The stadium where the opening game of the World Cup will be played is a gleaming monument to the world's favorite sport, soccer. The Corinthians Arena — named after one of Brazil's most famous teams, which will take it over — has been built from scratch and boasts a massive LCD screen and state-of-the-art facilities.
Last weekend, it was full of fans watching the last test match before the World Cup begins. It was supposed to be a sort of final run-through to make sure everything is ready and working.
Except it wasn't.
After the focus on the many problems Brazil has been facing in advance of soccer's biggest tournament, the South American host nation wants sport to be center stage right now. But to the many fans who attended last weekend, it was obvious that there is still a lot left to be done.
"It's completely not ready," said Stanio Silva, a soccer fan attending the game. Only half the seating capacity was used, and only a quarter of the temporary bleachers were tested because they had yet to clear safety checks. The VIP areas were still under construction, too, Silva pointed out. And there won't be a roof for the field. The cost of the stadium? A whopping $450 million.
"[I'm] ashamed, of course. We didn't deliver — not just here, but if you go around the country," Silva said. "Let's pray ... it will be a nice World Cup, but we didn't deliver."
It may be a nice party, but the World Cup comes with a hefty price tag. This World Cup will be the most expensive ever staged. Even with all the money spent, there are still several stadiums that are unfinished. The infrastructure upgrades — roads, airports, bus and train lines — are in even worse shape: Less than half of what was promised will actually be delivered, and many of the projects are incomplete.
Add to that a series of strikes and protests, and it's no wonder the mood in Brazil is grim. A new poll by the Pew Research Center showed that more than 70 percent of people are dissatisfied with the direction the country is headed. Sixty percent now believe the World Cup will be bad for Brazil.
You can see that lack of enthusiasm reflected in the dearth of decorations on the streets of many cities. Maria Merces de Paula, who works in a candy shop near one of Sao Paulo's major arteries, said people are unmotivated this year.
"For me personally, in other years we would decorate the street, people were more excited. That is not the case this year," she said.
There have been many protests staged in this area, and very few shops have any visible displays celebrating the World Cup. De Paula points to a lower shelf that has a small mug with some football-shaped chocolates inside. She says that is the only World Cup-related item she carries.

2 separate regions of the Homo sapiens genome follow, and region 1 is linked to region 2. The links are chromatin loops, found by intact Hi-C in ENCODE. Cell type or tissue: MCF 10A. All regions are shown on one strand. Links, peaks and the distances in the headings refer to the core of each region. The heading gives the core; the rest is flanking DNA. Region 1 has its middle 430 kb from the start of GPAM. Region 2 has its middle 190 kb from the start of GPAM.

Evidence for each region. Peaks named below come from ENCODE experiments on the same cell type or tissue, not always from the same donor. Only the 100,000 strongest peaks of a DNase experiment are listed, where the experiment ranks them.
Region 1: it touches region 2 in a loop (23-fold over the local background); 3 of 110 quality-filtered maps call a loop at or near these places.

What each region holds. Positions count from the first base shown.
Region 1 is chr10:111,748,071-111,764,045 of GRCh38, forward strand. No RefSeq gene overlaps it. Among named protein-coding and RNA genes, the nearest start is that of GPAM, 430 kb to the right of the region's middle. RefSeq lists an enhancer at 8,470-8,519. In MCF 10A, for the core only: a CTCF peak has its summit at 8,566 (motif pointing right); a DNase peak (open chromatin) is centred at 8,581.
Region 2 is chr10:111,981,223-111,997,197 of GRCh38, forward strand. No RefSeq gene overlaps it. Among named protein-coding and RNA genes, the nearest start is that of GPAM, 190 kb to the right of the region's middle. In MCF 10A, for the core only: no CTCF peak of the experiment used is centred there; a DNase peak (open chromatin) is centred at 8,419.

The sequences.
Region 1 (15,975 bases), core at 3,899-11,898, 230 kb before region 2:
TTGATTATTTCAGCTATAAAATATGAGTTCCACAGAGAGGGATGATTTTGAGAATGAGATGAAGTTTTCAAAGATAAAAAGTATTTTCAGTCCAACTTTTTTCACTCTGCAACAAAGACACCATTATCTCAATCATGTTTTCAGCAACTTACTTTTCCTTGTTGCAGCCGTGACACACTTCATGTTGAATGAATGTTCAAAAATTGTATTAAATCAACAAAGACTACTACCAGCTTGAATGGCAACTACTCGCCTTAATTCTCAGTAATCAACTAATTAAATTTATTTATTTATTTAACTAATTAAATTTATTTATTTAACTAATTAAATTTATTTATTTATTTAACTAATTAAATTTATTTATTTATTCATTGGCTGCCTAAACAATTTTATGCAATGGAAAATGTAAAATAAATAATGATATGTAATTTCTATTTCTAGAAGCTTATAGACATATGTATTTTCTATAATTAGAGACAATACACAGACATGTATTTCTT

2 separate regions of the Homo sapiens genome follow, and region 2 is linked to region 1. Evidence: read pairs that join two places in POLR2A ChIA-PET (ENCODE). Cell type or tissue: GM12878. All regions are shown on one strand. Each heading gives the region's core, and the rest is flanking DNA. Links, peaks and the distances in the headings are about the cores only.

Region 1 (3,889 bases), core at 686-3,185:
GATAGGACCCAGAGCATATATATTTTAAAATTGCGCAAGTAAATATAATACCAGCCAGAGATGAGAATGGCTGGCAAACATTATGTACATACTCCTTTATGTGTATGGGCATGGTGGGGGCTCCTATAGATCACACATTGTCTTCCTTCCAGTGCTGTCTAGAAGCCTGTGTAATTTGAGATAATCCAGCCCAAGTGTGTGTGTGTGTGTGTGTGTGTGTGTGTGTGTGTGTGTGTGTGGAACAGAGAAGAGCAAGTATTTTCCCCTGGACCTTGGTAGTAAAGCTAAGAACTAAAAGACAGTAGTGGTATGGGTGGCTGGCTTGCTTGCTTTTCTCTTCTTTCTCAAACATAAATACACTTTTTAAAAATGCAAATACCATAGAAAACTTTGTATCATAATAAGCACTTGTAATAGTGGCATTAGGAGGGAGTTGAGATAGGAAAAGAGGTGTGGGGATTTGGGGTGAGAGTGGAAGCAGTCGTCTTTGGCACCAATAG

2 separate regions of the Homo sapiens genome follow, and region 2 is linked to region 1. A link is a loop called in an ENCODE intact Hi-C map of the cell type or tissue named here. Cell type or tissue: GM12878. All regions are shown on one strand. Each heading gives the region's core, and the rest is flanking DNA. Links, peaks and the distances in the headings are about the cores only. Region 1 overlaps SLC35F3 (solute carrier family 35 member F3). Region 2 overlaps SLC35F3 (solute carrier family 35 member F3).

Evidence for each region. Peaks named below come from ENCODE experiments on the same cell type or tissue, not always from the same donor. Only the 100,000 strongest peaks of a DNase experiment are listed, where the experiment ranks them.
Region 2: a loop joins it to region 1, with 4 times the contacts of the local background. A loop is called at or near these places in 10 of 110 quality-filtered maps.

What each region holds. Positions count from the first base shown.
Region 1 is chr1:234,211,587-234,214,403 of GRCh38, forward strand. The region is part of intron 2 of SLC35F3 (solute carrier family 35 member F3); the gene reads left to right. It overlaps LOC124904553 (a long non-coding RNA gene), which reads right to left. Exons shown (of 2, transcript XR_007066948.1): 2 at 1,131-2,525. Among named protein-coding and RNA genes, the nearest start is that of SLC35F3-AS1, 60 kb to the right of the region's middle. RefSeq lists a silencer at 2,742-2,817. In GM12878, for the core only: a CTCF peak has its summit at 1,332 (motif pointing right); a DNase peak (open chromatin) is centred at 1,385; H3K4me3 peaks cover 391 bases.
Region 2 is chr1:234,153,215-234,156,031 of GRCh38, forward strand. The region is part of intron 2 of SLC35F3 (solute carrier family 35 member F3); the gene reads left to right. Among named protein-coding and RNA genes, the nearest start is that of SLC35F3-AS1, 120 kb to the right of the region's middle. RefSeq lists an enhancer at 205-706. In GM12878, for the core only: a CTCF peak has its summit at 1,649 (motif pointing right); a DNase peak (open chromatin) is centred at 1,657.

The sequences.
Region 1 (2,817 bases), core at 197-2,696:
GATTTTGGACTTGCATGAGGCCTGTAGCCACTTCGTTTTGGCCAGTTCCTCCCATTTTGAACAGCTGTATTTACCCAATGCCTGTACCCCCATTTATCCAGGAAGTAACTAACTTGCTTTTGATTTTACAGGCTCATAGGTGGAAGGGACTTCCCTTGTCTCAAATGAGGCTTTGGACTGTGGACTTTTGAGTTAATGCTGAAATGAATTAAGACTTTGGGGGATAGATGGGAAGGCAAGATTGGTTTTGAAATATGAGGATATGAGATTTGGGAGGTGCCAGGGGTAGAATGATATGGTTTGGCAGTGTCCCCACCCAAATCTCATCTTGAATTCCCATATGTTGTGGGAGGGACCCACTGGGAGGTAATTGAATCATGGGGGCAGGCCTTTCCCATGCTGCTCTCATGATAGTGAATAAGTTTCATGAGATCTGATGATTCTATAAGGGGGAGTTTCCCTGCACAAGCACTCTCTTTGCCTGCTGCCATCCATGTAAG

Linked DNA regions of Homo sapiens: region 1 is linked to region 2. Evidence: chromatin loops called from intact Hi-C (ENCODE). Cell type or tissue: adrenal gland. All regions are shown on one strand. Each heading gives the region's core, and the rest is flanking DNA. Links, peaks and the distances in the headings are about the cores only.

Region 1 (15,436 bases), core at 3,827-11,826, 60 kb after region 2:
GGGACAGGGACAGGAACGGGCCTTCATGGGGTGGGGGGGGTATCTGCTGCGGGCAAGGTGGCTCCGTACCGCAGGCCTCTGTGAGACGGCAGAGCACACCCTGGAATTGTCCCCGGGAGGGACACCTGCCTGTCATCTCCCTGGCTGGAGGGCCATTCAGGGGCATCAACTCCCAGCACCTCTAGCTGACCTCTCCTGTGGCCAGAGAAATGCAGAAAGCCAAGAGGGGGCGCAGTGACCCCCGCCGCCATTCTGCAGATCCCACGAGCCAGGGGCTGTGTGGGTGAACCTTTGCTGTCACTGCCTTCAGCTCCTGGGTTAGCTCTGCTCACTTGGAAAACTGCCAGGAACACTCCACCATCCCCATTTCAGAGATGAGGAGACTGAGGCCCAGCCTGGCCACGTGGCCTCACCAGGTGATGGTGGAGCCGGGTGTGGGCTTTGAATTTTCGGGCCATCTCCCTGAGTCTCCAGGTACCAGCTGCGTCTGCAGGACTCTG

Analysts say there are many reasons for Brazil's mood: The economy is slowing down; the lack of preparation for the World Cup has been obvious. People feel disappointed, and they say Brazil's standing in the world has been hurt instead of helped by the World Cup.
So far, the Brazilian government has taken the brunt of the blame. President Dilma Rousseff's ratings have been going down. The stakes for her are particularly high: There are elections in Brazil in October, so there is a sense that if things don't go well, the electorate could punish the incumbent.
Brazil's ire, though, has not only been turned inward. FIFA, soccer's world governing body, has also been shouldering a lot of criticism.
Rafael Alcadipani, associate professor at Getulio Vargas Foundation in Sao Paulo, says many people feel as though the soccer they loved has been taken away from them because of the demands made by the global soccer organization.
"It's not a World Cup for the people, for the regular Brazilians who are crazy about football, who love the Brazilian team," Alcadipani said. "What FIFA has made — especially with those arenas, which are very expensive to maintain — is to create in Brazil a kind of apartheid football, where the blacks will be playing and the whites will be watching it, because the blacks and the poor people cannot access these stadiums anymore."
The World Cup was a dream, he says, that has become a nightmare for many Brazilians.
DAVID GREENE, HOST:
Here it comes. Soccer's biggest tournament, the World Cup, starts in a week. All eyes will be on Brazil, the soccer powerhouse country hosting the tournament. You'd think this would be a moment of pride for Brazilians. But, in fact, many Brazilians don't sound that excited at all. NPR's Lourdes Garcia-Navarro is in Brazil's largest city.